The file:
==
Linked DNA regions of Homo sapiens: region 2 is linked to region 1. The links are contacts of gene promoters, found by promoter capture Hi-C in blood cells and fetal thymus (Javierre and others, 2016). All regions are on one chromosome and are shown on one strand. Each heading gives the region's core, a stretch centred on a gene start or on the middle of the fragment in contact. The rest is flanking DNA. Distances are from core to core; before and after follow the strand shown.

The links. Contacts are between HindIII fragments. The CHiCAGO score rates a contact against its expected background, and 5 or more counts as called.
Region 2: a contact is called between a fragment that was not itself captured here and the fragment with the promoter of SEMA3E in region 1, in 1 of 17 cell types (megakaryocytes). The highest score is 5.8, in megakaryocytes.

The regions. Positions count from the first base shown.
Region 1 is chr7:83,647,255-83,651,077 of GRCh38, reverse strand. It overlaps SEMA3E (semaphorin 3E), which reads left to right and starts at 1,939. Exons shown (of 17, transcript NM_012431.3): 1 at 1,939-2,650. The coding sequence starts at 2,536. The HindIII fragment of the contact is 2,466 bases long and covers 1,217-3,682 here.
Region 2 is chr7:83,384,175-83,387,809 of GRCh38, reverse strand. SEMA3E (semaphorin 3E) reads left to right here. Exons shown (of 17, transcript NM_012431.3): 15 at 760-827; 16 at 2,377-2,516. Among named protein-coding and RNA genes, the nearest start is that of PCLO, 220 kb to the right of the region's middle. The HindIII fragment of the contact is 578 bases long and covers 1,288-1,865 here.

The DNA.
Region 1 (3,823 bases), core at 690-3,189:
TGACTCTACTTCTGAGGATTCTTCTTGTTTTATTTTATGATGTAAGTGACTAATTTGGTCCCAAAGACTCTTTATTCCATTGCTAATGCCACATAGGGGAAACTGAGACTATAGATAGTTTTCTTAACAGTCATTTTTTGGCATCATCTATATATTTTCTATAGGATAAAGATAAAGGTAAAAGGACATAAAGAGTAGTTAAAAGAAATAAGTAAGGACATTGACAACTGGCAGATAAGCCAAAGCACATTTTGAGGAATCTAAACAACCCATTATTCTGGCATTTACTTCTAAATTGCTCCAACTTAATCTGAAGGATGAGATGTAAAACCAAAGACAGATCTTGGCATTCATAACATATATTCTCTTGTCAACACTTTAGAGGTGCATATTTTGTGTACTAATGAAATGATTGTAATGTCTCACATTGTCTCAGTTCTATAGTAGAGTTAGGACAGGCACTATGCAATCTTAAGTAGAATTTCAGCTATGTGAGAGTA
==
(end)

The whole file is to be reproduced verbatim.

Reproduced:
Linked DNA regions of Homo sapiens: region 2 is linked to region 1. The links are contacts of gene promoters, found by promoter capture Hi-C in blood cells and fetal thymus (Javierre and others, 2016). All regions are on one chromosome and are shown on one strand. Each heading gives the region's core, a stretch centred on a gene start or on the middle of the fragment in contact. The rest is flanking DNA. Distances are from core to core; before and after follow the strand shown.

The links. Contacts are between HindIII fragments. The CHiCAGO score rates a contact against its expected background, and 5 or more counts as called.
Region 2: a contact is called between a fragment that was not itself captured here and the fragment with the promoter of SEMA3E in region 1, in 1 of 17 cell types (megakaryocytes). The highest score is 5.8, in megakaryocytes.

The regions. Positions count from the first base shown.
Region 1 is chr7:83,647,255-83,651,077 of GRCh38, reverse strand. It overlaps SEMA3E (semaphorin 3E), which reads left to right and starts at 1,939. Exons shown (of 17, transcript NM_012431.3): 1 at 1,939-2,650. The coding sequence starts at 2,536. The HindIII fragment of the contact is 2,466 bases long and covers 1,217-3,682 here.
Region 2 is chr7:83,384,175-83,387,809 of GRCh38, reverse strand. SEMA3E (semaphorin 3E) reads left to right here. Exons shown (of 17, transcript NM_012431.3): 15 at 760-827; 16 at 2,377-2,516. Among named protein-coding and RNA genes, the nearest start is that of PCLO, 220 kb to the right of the region's middle. The HindIII fragment of the contact is 578 bases long and covers 1,288-1,865 here.

The DNA.
Region 1 (3,823 bases), core at 690-3,189:
TGACTCTACTTCTGAGGATTCTTCTTGTTTTATTTTATGATGTAAGTGACTAATTTGGTCCCAAAGACTCTTTATTCCATTGCTAATGCCACATAGGGGAAACTGAGACTATAGATAGTTTTCTTAACAGTCATTTTTTGGCATCATCTATATATTTTCTATAGGATAAAGATAAAGGTAAAAGGACATAAAGAGTAGTTAAAAGAAATAAGTAAGGACATTGACAACTGGCAGATAAGCCAAAGCACATTTTGAGGAATCTAAACAACCCATTATTCTGGCATTTACTTCTAAATTGCTCCAACTTAATCTGAAGGATGAGATGTAAAACCAAAGACAGATCTTGGCATTCATAACATATATTCTCTTGTCAACACTTTAGAGGTGCATATTTTGTGTACTAATGAAATGATTGTAATGTCTCACATTGTCTCAGTTCTATAGTAGAGTTAGGACAGGCACTATGCAATCTTAAGTAGAATTTCAGCTATGTGAGAGTA